Endometriosis and delays with diagnosis

An issue that often arises in medical negligence claims is where there has been an unnecessary delay with the diagnosis of a particular condition or illness leading to a less positive outcome. However, some conditions are not always straightforward to diagnose such as endometriosis as the symptoms can vary considerably and may have arisen for many other reasons.

1 in 10 women in the UK may suffer with endometriosis and experience debilitating pain, heavy periods and infertility. It can affect all women and girls of childbearing age, regardless of their race or their ethnicity. It can have a big impact on a sufferer’s life and for some women may lead to feelings of depression.

Endometriosis is a condition where cells similar to the ones in the womb lining are found elsewhere in the body, such as the reproductive organs, bowel and bladder. These cells form when hormones are released during a woman’s monthly cycle and then break down when pregnancy does not occur. These cells, which are not in the womb lining, are unable to leave the body as a period which can lead to the formation of scar tissue, inflammation and pain. The main symptoms include:

  • Painful lower abdomen or back (pelvic pain), which is usually worse when menstruating
  • Period pain that stops participation in normal activities
  • Pain during or after sexual intercourse
  • Pain when urinating or defecating during menstruation
  • Feelings of nausea, constipation, diarrhoea or blood in urine during menstruation
  • Difficulties in conceiving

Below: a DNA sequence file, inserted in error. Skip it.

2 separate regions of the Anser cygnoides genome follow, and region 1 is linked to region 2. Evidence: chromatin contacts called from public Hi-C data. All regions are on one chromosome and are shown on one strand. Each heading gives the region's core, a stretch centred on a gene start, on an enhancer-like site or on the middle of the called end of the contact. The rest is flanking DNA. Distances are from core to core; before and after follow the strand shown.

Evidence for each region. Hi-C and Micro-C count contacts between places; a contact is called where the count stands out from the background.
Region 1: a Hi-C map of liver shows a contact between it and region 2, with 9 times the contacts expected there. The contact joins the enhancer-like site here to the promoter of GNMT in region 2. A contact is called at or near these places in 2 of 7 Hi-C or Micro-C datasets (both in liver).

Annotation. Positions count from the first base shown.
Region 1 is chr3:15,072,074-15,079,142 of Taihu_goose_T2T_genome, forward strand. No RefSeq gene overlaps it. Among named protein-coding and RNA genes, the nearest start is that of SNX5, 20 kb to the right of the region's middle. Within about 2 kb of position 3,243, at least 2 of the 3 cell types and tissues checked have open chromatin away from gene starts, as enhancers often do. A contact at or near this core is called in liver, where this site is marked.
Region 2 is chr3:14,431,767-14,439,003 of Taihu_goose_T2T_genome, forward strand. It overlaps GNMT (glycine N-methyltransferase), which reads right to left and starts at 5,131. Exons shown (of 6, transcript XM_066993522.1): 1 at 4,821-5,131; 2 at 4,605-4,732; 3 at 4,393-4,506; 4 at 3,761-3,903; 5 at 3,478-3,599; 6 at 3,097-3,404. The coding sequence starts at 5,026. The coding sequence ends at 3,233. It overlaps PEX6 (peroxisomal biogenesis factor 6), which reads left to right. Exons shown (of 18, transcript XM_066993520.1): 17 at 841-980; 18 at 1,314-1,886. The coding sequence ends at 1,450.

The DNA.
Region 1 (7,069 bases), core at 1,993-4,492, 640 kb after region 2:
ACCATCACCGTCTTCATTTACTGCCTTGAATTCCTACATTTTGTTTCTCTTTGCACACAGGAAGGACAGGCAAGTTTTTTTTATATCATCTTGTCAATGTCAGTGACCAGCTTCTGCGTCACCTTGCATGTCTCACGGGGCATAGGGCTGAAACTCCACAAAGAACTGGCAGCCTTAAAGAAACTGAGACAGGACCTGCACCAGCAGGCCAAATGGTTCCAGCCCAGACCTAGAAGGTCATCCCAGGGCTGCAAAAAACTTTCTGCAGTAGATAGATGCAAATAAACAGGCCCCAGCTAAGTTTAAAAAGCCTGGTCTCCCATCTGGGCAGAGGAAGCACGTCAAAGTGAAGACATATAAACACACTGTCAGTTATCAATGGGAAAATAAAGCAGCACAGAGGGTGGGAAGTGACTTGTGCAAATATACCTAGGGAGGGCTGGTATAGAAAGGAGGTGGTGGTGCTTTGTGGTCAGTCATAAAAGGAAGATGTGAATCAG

• Heavy periods

If someone believes they have symptoms of endometriosis they should consult their GP who may perform an abdominal and vaginal examination. The GP may recommend treatment if they suspect the condition including painkillers, hormone medications and contraceptives. If the symptoms persist, this may lead to a referral to a gynaecologist for further tests, such as an ultrasound scan or laparoscopy. Ultimately, surgery may be required to remove endometriosis tissue.

In October 2020 the All-Party Parliamentary Group (APPG) on Endometriosis published the findings of its enquiry. It found an average wait for diagnosis was 8 years and called on all UK Governments to commit to a series of support measures for those with endometriosis including a commitment to reduce average diagnosis times to 4 years or less by 2025, and a year or less by 2030.

If you have suffered complications arising from delayed or misdiagnosed conditions, please contact our specialist medical negligence team to speak directly to a qualified and experienced lawyer.

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